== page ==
Mr Darley said that he is disappointed that his bill was not passed and that the government’s refusal to support it was evidence that “they are not committed to openness”.
“There have been a number of matters of great public interest which have been brought to light because whistleblowers have gone to the media,” he said.
“If they are not confident that their identity will be protected they may not come forward. This is about ensuring accountability and transparency for the public.”
The Newspaper Works CEO Mark Hollands said the newspaper industry was extremely disappointed that the shield laws were not passed.
“It is imperative that journalists be allowed to protect the identity of their sources,” he said. “It is a basic condition of a free press.
“Failure to pass this legislation suggests a belief in South Australia that you can silence your critics by intimidating those who wish to highlight wrongdoing in the public interest.
“It is ridiculous that journalists should continue to face jail for being determined to keep secret the identity of their sources. It is a blatant attempt to undermine the integrity of journalism.”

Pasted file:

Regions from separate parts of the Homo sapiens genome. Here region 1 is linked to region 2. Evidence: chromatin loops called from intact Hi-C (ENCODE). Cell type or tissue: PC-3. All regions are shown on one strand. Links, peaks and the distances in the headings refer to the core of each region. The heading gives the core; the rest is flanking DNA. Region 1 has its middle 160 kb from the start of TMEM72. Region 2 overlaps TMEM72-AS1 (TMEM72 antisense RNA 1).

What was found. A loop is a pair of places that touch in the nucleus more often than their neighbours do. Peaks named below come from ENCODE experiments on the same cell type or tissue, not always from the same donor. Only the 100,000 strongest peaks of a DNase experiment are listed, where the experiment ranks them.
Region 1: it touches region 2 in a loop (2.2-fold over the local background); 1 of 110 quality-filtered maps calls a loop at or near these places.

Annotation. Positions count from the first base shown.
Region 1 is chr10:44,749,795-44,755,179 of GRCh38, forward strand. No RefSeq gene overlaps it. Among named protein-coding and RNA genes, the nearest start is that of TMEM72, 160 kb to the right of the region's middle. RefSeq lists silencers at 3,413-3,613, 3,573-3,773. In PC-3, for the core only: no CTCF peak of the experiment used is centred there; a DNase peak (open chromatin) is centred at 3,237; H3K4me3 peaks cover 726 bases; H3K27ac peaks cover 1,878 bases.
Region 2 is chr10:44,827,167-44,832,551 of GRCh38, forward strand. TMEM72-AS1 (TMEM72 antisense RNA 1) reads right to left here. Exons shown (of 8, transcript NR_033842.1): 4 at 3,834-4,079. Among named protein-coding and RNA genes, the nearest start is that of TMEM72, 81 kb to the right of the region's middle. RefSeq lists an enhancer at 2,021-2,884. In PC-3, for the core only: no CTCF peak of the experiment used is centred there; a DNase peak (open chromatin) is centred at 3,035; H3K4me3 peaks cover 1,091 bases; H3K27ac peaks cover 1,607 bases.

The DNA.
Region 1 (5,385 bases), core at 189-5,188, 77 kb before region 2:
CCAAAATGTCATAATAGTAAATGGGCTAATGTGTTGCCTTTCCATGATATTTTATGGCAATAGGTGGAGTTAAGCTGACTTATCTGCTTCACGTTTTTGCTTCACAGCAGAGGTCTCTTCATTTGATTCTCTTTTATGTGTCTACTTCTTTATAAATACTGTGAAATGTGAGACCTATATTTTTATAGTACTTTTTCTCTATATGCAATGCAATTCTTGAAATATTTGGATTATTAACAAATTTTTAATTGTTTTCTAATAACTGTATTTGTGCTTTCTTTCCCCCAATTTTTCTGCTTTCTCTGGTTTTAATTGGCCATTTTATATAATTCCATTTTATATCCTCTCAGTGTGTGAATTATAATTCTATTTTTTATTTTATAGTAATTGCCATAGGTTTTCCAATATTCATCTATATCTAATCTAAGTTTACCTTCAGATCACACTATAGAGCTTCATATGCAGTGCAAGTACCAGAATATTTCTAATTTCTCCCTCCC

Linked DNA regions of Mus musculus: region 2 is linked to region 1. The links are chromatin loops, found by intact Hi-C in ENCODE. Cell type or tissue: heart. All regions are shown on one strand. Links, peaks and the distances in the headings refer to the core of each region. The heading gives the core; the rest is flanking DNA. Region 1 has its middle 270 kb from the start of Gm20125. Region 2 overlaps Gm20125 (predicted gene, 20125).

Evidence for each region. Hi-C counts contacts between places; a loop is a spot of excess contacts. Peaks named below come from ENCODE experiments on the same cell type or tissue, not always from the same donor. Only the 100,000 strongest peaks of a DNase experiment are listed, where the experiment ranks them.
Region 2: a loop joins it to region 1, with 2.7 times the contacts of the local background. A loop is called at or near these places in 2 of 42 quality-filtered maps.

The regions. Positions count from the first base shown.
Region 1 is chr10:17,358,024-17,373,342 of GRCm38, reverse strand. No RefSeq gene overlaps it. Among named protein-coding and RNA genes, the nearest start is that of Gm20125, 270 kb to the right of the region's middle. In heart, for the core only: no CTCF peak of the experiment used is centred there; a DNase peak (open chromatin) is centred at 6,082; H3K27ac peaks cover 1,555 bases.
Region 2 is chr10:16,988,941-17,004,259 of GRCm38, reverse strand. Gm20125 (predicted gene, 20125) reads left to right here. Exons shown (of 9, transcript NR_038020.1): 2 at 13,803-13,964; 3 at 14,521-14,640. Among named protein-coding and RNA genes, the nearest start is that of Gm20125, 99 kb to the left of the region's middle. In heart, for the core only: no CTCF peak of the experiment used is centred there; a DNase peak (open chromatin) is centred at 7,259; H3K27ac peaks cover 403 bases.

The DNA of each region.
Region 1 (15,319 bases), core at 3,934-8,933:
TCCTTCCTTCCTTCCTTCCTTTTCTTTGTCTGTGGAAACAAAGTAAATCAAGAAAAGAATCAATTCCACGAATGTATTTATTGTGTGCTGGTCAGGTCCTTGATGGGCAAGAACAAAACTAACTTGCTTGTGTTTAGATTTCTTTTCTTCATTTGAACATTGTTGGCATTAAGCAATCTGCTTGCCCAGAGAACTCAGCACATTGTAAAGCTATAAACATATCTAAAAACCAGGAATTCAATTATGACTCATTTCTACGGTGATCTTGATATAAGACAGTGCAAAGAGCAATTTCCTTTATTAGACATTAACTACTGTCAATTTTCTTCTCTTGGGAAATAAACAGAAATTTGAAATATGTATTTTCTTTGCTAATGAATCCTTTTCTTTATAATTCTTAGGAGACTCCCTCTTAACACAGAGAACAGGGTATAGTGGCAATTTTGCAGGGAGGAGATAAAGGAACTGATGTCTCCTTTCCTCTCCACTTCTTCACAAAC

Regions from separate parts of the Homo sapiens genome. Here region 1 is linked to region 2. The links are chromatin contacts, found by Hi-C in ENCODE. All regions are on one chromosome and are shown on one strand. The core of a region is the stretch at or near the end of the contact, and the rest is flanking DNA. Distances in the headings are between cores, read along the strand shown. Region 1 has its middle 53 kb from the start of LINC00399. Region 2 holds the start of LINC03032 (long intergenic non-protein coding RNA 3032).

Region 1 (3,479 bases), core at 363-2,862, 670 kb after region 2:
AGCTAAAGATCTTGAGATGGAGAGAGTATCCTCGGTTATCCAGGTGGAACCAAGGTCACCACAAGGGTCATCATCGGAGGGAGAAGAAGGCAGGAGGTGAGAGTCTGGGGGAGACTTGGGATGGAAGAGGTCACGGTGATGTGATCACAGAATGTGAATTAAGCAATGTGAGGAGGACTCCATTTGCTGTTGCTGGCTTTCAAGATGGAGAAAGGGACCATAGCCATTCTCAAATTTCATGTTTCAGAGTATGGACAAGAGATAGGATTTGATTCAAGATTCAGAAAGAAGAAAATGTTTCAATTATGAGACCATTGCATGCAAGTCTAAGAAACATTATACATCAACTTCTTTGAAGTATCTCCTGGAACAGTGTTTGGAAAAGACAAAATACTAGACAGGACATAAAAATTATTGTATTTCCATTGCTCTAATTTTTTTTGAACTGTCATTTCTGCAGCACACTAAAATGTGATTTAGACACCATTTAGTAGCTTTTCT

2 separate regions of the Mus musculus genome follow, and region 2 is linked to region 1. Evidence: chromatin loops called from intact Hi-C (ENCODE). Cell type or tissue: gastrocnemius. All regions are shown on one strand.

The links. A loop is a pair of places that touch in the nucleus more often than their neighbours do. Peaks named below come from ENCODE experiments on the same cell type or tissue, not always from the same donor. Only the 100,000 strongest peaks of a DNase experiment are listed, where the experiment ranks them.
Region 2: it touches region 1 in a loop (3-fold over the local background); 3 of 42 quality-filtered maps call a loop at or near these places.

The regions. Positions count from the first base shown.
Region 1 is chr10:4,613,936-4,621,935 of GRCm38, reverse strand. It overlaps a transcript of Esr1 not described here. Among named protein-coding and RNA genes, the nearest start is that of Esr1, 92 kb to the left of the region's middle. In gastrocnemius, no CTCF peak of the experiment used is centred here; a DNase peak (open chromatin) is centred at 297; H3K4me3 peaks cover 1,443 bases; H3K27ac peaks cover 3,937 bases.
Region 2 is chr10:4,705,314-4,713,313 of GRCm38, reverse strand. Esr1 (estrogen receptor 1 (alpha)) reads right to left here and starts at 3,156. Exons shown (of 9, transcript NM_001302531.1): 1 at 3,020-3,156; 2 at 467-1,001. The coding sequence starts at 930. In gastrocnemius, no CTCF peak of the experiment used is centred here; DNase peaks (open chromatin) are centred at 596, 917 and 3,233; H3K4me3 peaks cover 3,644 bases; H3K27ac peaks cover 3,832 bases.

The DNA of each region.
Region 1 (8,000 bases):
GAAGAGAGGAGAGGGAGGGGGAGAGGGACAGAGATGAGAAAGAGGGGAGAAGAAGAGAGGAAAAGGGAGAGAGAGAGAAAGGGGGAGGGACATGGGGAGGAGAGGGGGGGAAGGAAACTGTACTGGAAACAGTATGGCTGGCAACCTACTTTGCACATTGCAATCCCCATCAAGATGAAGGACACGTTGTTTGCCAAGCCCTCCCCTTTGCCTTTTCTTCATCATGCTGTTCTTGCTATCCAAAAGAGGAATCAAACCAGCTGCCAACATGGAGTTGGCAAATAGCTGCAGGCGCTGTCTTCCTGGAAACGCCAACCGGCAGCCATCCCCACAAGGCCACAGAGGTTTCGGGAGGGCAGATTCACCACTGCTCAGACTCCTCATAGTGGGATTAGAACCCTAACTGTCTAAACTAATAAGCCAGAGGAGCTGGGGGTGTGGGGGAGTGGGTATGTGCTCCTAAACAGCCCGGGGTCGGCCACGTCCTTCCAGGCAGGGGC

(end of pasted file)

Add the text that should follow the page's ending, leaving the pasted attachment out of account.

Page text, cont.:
Mr Hollands also cited source protection laws in NSW, Victoria and Western Australia, and expressed disappointment that South Australia could not provide similar protections to reporters in its jurisdiction.
After the legislation failed to pass the lower house, a spokesperson for Australia’s Right to Know coalition of media companies told The Newspaper Works that the Weatherill Government provided no reasonable basis to vote against the laws.